May 26, 2020
In India, we often see glass facades profusely being implemented everywhere, predominantly in the big cities. The trend is still upward, and not only private commercial builders, most of the new Government buildings are also adopting it.
Glass panels outside, supporting frames of aluminium from inside, fastened by steel cleats and high-strength screws with the concrete or steel structure of the building. Both the glass panels and the supporting frames (even frameless facades are available) can be of different types in thickness and sizes. Techniques of fixing also varies widely. Nice to eyes while the sky’s blue reflects on the glass and impart sophistication on the overall look of the building.
Glasses used in facades are of varying thickness. They range from as less as 6-8 mm for small panel sizes to 12-16 mm thickness, or even higher for big sized, frameless spider glazing.
Glass facades have few advantages over conventional brick-mortar walls. They are lighter and thereby reduces the cost of building’s foundation to some extent. Also, use of them makes the construction faster. But the flip-side of the coin is much more dangerous.
The external glass walls of a building trap the sun’s heat in the building. This, in turn, increases the temperature inside the buildings.
The use of glass facades impacts the price of a building in many ways. First, the cost of constructing a glass façade is much higher than the brick-mortar external walls (starting from 6-7 times to even higher). Then, to regulate the temperature of a building with glass facade a costlier and more complex system of ventilation and air-conditioning needs to be devised and installed. To run that system, the power requirement also surges to an extent higher than the requirement without the complex systems in place.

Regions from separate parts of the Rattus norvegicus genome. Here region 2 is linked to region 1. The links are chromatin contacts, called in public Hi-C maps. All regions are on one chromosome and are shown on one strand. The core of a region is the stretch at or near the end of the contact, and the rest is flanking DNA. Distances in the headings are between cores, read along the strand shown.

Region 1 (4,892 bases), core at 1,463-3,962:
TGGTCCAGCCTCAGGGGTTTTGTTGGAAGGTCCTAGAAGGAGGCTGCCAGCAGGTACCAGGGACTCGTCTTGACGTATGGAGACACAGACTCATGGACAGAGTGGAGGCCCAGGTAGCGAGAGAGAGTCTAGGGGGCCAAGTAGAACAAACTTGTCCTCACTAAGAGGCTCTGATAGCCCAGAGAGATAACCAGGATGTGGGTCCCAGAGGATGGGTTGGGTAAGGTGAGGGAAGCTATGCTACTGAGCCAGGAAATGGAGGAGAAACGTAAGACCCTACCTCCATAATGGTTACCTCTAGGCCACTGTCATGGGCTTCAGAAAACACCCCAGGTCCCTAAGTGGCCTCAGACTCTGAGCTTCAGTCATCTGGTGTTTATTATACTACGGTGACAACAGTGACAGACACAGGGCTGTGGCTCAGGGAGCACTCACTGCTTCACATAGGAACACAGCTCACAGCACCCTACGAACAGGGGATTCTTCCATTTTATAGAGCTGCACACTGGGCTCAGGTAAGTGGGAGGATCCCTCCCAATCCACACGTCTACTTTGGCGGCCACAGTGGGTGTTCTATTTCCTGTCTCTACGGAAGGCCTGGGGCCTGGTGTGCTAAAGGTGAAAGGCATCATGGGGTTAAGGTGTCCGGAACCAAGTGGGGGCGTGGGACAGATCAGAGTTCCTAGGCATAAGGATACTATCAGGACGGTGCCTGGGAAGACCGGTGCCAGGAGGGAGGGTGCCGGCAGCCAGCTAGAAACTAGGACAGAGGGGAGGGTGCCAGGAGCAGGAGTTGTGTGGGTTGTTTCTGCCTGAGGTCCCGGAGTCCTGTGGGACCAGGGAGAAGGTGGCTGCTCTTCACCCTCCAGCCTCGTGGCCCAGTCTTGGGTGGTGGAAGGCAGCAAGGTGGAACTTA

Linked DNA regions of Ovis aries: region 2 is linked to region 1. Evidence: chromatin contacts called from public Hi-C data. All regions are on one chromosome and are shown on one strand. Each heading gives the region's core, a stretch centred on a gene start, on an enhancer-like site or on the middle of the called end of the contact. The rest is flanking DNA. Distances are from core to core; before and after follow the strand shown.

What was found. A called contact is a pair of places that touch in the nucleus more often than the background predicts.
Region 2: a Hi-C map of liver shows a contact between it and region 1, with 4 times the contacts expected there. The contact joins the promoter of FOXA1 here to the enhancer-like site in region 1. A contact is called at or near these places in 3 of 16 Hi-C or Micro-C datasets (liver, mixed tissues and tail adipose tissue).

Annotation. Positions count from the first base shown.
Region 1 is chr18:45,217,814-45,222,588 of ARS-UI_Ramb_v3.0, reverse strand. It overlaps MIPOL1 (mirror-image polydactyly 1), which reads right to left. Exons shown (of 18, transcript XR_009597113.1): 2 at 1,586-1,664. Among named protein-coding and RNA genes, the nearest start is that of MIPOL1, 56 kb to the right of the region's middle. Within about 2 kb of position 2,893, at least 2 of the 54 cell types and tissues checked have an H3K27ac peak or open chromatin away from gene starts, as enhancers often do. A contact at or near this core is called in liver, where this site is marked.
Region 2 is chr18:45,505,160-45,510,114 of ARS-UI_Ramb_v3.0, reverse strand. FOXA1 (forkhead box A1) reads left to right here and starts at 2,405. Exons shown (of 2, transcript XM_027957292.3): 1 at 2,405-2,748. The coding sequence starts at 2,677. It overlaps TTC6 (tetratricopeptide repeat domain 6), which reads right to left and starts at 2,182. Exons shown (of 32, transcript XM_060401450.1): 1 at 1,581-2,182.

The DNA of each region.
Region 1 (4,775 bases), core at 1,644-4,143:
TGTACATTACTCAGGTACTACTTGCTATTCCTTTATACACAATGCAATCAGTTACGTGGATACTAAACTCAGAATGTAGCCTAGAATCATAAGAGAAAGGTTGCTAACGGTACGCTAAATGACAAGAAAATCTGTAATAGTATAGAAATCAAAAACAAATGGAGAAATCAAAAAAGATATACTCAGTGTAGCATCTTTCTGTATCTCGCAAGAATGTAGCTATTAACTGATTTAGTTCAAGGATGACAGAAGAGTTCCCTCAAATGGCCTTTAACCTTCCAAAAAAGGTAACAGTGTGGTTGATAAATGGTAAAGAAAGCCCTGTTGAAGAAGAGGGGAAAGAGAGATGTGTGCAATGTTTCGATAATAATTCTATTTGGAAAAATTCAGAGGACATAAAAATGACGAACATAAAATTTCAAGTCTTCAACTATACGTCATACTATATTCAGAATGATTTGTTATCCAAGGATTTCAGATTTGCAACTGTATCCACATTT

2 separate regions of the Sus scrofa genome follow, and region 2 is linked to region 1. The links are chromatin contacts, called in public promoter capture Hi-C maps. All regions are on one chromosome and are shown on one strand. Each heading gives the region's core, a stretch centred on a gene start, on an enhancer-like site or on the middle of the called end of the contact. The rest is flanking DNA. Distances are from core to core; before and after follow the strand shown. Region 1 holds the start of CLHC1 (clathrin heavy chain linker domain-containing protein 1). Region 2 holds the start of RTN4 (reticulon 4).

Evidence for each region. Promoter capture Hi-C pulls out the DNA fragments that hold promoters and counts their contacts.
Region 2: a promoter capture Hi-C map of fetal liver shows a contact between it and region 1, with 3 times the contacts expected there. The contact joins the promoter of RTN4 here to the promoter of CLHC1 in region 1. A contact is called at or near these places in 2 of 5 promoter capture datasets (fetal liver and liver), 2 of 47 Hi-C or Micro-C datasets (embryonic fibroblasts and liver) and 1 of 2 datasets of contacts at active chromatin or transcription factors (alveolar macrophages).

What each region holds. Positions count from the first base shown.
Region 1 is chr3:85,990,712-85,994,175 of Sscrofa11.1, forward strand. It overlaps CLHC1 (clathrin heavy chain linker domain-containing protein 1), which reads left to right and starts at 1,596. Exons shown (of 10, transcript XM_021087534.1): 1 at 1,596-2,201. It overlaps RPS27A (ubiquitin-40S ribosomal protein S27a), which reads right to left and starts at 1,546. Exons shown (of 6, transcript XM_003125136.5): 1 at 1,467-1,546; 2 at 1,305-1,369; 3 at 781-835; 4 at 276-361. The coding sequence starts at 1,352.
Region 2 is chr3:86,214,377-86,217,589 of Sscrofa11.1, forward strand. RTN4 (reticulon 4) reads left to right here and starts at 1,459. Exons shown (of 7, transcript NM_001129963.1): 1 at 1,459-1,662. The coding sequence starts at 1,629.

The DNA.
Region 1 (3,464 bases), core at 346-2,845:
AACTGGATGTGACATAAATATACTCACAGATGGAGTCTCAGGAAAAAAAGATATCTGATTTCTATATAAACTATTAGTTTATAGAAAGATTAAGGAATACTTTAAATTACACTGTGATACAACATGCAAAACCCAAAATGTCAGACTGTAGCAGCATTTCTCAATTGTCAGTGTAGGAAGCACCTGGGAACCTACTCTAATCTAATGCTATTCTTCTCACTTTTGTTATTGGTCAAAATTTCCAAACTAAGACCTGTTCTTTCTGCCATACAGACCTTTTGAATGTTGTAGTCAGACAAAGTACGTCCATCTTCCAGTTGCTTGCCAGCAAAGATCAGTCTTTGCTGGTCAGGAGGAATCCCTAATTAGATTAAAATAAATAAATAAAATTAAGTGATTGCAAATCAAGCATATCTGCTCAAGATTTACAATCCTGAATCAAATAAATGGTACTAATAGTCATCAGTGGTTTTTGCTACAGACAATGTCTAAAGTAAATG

Also, the acoustic capability of a building gets reduced by glass facades as more noise pass through the glass walls in comparison to the brick walls. Hence acoustic treatment of rooms often becomes necessary.
Together all these does nothing but increase the cost of construction and the price of the property. Naturally, these costs are bound to be embedded in to the price of the final product and finally the common citizens end up paying for the same.
Not only cost, use of external glass facades impacts nature, too. Increase in power consumption leads to faster eradication of natural fuel resources. The heat reflected by the glass outside is also more than the brick walls, hence the surrounding area’s temperature go on increasing if there are many such buildings in a locality. Also, incidents of birds obstructing with glasses are common as reflection on glasses makes them confused while flying.
Be it increase in price of real-estate or the environmental impact, are those really worthy enough in country like India? Brick-mortar walls also can be decorated well with good architectural planning and choice of suitable shades of the external paints. Instead of using glass by just mimicking the practice of some colder and economically developed countries we can have various famous emblems or cultural stuffs of our country sculpted, as a depiction of honour to those, on the external brick-walls of high-rises.
Central and State Governments along with the real-estate regulatory bodies should come forward immediately and enact strict regulations on use of glass facades in warm weather regions of the country. This will be a big tread towards releasing the price pressure of real-estates to some extent as well as safeguarding the nature in a better way.